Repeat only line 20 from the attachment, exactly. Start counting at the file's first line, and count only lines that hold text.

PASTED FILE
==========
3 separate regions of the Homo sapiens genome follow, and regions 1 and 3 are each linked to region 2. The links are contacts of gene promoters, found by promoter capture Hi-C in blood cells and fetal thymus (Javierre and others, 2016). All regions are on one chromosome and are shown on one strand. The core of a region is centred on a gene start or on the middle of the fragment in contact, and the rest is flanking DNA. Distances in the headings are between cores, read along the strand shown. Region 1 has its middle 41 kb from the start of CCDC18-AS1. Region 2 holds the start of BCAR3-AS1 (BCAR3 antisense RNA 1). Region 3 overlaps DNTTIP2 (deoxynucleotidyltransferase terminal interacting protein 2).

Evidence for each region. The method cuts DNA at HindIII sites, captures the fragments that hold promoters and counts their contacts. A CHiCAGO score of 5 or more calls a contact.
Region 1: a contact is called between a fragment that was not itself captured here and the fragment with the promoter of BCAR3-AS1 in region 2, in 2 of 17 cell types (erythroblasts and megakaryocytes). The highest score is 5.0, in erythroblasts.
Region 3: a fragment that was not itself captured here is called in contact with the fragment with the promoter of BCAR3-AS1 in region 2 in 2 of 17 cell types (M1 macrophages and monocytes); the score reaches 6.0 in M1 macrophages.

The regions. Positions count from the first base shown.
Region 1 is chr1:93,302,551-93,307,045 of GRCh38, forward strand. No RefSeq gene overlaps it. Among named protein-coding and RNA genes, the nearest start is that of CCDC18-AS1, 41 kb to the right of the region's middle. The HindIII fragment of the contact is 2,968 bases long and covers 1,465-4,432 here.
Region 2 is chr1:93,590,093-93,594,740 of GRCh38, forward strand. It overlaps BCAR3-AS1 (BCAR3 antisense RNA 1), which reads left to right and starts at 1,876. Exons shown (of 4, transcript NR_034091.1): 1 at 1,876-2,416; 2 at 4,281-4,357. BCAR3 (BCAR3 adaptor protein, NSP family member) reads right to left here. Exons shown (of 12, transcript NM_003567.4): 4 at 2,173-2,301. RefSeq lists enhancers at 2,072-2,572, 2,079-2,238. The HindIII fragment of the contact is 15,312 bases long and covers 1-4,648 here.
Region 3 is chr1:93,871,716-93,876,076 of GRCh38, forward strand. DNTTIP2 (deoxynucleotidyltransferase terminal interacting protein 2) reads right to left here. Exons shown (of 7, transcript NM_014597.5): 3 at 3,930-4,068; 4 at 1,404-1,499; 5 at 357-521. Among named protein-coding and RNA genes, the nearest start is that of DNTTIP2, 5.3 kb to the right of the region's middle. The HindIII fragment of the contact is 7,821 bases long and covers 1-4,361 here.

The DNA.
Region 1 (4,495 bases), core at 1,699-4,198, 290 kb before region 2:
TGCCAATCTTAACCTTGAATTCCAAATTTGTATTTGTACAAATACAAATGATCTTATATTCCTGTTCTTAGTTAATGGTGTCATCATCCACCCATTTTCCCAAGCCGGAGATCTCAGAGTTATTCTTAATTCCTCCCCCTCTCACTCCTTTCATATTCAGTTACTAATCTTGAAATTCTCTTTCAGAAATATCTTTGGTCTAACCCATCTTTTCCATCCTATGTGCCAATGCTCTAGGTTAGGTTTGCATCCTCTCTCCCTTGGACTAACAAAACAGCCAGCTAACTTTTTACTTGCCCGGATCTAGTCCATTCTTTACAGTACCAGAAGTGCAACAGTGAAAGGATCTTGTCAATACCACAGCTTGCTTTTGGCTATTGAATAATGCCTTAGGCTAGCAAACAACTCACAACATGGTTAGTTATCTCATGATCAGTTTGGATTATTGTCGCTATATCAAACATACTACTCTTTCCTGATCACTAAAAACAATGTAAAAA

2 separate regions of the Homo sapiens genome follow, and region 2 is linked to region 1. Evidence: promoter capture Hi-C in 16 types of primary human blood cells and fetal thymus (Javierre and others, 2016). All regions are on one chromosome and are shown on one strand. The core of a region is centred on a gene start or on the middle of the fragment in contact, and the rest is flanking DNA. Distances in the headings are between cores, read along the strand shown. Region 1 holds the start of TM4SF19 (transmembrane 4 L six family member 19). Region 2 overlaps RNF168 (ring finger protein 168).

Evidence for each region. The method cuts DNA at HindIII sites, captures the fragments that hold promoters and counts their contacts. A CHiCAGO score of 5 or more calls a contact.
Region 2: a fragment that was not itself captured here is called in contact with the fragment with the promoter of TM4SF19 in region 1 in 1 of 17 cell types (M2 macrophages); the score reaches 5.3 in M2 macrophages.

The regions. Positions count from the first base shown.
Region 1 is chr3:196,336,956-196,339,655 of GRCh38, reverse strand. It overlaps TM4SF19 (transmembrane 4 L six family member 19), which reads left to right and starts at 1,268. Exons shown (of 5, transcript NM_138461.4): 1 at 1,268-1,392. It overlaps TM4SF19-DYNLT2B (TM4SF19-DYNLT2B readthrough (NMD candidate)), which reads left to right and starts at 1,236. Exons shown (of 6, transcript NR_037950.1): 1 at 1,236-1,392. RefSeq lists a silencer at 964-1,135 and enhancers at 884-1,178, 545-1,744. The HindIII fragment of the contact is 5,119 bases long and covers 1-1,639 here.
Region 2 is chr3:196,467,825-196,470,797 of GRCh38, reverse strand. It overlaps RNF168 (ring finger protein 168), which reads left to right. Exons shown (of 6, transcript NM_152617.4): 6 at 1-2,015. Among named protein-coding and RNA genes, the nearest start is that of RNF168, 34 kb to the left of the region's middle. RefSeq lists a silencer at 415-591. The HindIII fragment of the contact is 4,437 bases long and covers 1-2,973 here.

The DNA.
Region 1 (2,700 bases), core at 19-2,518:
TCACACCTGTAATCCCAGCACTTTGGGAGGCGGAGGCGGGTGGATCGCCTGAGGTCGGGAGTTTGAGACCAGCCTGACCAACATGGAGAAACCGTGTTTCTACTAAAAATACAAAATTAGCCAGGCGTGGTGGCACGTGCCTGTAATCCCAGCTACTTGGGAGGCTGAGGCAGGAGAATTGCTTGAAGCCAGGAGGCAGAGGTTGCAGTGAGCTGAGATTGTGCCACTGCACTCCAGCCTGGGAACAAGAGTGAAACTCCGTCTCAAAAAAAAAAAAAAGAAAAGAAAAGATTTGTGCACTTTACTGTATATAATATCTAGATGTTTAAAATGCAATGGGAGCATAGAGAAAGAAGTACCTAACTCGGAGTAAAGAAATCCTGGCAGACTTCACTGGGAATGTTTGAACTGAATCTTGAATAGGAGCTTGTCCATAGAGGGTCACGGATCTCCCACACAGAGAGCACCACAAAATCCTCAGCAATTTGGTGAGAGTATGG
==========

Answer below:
TCACACCTGTAATCCCAGCACTTTGGGAGGCGGAGGCGGGTGGATCGCCTGAGGTCGGGAGTTTGAGACCAGCCTGACCAACATGGAGAAACCGTGTTTCTACTAAAAATACAAAATTAGCCAGGCGTGGTGGCACGTGCCTGTAATCCCAGCTACTTGGGAGGCTGAGGCAGGAGAATTGCTTGAAGCCAGGAGGCAGAGGTTGCAGTGAGCTGAGATTGTGCCACTGCACTCCAGCCTGGGAACAAGAGTGAAACTCCGTCTCAAAAAAAAAAAAAAGAAAAGAAAAGATTTGTGCACTTTACTGTATATAATATCTAGATGTTTAAAATGCAATGGGAGCATAGAGAAAGAAGTACCTAACTCGGAGTAAAGAAATCCTGGCAGACTTCACTGGGAATGTTTGAACTGAATCTTGAATAGGAGCTTGTCCATAGAGGGTCACGGATCTCCCACACAGAGAGCACCACAAAATCCTCAGCAATTTGGTGAGAGTATGG